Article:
# Shared Flashcard Set

## Details

Astro 10 Final
Review for Astronomy 10 Sierra College Dunn
35
Astronomy
05/14/2011

Term
 Approximately, what basic composition are all stars born with? A) 90 percent hydrogen, 10 percent helium, no more than 1 percent heavier elements B) half hydrogen, half helium, no more than 2 percent heavier elements C) 98 percent hydrogen, 2 percent helium D) one-quarter hydrogen, three-quarters helium, no more than 2 percent heavier elements E) three-quarters hydrogen, one-quarter helium, no more than 2 percent heavier elements
Definition
 E) three-quarters hydrogen, one-quarter helium, no more than 2 percent heavier elements
Term
 Since all stars begin their lives with the same basic composition, what characteristic most determines how they will differ? A) luminosity they are formed with B) mass they are formed with C) time they are formed D) location where they are formed E) color they are formed wit
Definition
 B) mass they are formed with
Term
 A star's luminosity is the A) apparent brightness of the star in our sky. B) lifetime of the star. C) surface temperature of the star. D) total amount of light that the star radiates each second. E) total amount of light that the star will radiate over its entire lifetime.
Definition
 D) total amount of light that the star radiates each second.
Term
 Suppose that you measure the parallax angle for a particular star to be 0.5 arcsecond. The distance to this star is A) 2 parsecs. B) 5 parsecs. C) 0.5 light-year. D) 5 light-years. E) 0.5 parsec.
Definition
 A) 2 parsecs
Term
 The spectral sequence in order of decreasing temperature is A) ABFGKMO. B) OBAGFKM. C) OBAFGKM. D) BAGFKMO. E) OFBAGKM.
Definition
 C) OBAFGKM
Term
 Which of the following best describes the axes of a Hertzsprung-Russell (H-R) diagram? A) surface temperature on the horizontal axis and luminosity on the vertical axis B) interior temperature on the horizontal axis and mass on the vertical axis C) mass on the horizontal axis and luminosity on the vertical axis D) surface temperature on the horizontal axis and radius on the vertical axis E) mass on the horizontal axis and stellar age on the vertical axis
Definition
 A) surface temperature on the horizontal axis and luminosity on the vertical axis
Term
 What is the smallest mass a newborn star can have? A) 800 times the mass of Jupiter B) about 1/80 the mass of our Sun C) 80 times the mass of Jupiter D) about 1/800 the mass of our Sun E) 8 times the mass of Jupiter
Definition
 C) 80 times the mass of Jupiter
Term
 What happens when a star exhausts its core hydrogen supply? A) Its core contracts, but its outer layers expand and the star becomes bigger but cooler and therefore remains at the same brightness. B) It contracts, becoming hotter and brighter. C) It contracts, becoming smaller and dimmer. D) Its core contracts, but its outer layers expand and the star becomes bigger and brighter. E) It expands, becoming bigger but dimmer.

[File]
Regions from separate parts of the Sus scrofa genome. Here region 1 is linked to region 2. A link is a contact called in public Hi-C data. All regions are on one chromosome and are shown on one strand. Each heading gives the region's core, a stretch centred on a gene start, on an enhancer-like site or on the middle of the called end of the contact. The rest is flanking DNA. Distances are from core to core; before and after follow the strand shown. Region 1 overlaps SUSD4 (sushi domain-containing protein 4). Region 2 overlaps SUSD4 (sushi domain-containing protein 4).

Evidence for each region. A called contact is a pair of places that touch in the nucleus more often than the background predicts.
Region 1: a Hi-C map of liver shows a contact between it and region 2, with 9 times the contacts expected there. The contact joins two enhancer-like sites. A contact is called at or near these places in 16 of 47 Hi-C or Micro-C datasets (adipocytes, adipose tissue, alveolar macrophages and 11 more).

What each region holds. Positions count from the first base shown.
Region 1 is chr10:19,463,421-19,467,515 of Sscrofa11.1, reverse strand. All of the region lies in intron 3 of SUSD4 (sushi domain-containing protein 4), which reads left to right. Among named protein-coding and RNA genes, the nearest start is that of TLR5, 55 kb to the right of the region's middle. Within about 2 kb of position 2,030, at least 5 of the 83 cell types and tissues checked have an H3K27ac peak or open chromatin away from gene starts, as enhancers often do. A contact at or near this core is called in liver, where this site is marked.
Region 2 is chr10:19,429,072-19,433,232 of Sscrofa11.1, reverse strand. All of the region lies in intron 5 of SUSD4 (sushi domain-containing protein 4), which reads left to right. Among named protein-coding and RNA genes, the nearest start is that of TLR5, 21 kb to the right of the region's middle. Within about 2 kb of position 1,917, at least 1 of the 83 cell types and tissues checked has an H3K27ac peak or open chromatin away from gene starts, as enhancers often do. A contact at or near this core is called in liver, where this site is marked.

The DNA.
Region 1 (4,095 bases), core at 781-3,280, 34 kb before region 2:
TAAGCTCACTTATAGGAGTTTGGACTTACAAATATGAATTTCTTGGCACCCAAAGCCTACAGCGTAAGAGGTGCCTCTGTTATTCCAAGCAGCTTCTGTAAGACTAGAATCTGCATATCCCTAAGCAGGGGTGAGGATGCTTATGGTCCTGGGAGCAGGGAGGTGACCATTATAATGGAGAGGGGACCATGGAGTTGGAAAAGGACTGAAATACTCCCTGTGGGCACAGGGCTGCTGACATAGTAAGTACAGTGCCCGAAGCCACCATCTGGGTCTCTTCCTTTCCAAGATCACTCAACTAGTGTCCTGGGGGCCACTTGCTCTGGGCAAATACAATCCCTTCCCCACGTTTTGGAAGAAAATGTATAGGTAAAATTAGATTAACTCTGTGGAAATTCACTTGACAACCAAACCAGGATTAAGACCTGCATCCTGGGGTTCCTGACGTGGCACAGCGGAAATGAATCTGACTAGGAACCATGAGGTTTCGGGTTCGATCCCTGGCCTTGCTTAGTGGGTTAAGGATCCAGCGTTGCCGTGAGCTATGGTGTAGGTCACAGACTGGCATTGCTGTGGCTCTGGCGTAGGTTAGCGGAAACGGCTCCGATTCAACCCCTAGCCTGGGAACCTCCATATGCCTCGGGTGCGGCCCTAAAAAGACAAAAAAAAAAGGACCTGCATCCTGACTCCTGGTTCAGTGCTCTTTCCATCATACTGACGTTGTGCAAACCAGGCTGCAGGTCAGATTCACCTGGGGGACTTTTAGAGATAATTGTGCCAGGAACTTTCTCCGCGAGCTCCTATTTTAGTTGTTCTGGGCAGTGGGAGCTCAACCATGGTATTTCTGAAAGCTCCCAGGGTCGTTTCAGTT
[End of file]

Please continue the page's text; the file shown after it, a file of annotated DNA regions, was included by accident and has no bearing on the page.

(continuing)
Definition
 D) Its core contracts, but its outer layers expand and the star becomes bigger and brighter.
Term
 Compared to the star it evolved from, a red giant is A) hotter and brighter. B) cooler and brighter. C) hotter and dimmer. D) the same temperature and brightness. E) cooler and dimmer.
Definition
 B) cooler and brighter.
Term
 What is a planetary nebula? A) a disk of gas surrounding a protostar that may form into planets B) the expanding shell of gas that is no longer gravitationally held to the remnant of a low-mass star C) what is left of the planets around a star after a low-mass star has ended its life D) the expanding shell of gas that is left when a white dwarf explodes as a supernova E) the molecular cloud from which protostars form
Definition
 B) the expanding shell of gas that is no longer gravitationally held to the remnant of a low-mass star
Term
 Which of the following sequences correctly describes the stages of life for a low-mass star? A) red giant, protostar, main-sequence, white dwarf B) protostar, red giant, main-sequence, white dwarf C) protostar, main-sequence, white dwarf, red giant D) white dwarf, main-sequence, red giant, protostar E) protostar, main-sequence, red giant, white dwarf
Definition
 E) protostar, main-sequence, red giant, white dwarf
Term
 After a supernova event, what is left behind? A) always a neutron star B) either a white dwarf or a neutron star C) always a black hole D) always a white dwarf E) either a neutron star or a black hole
Definition
 E) either a neutron star or a black hole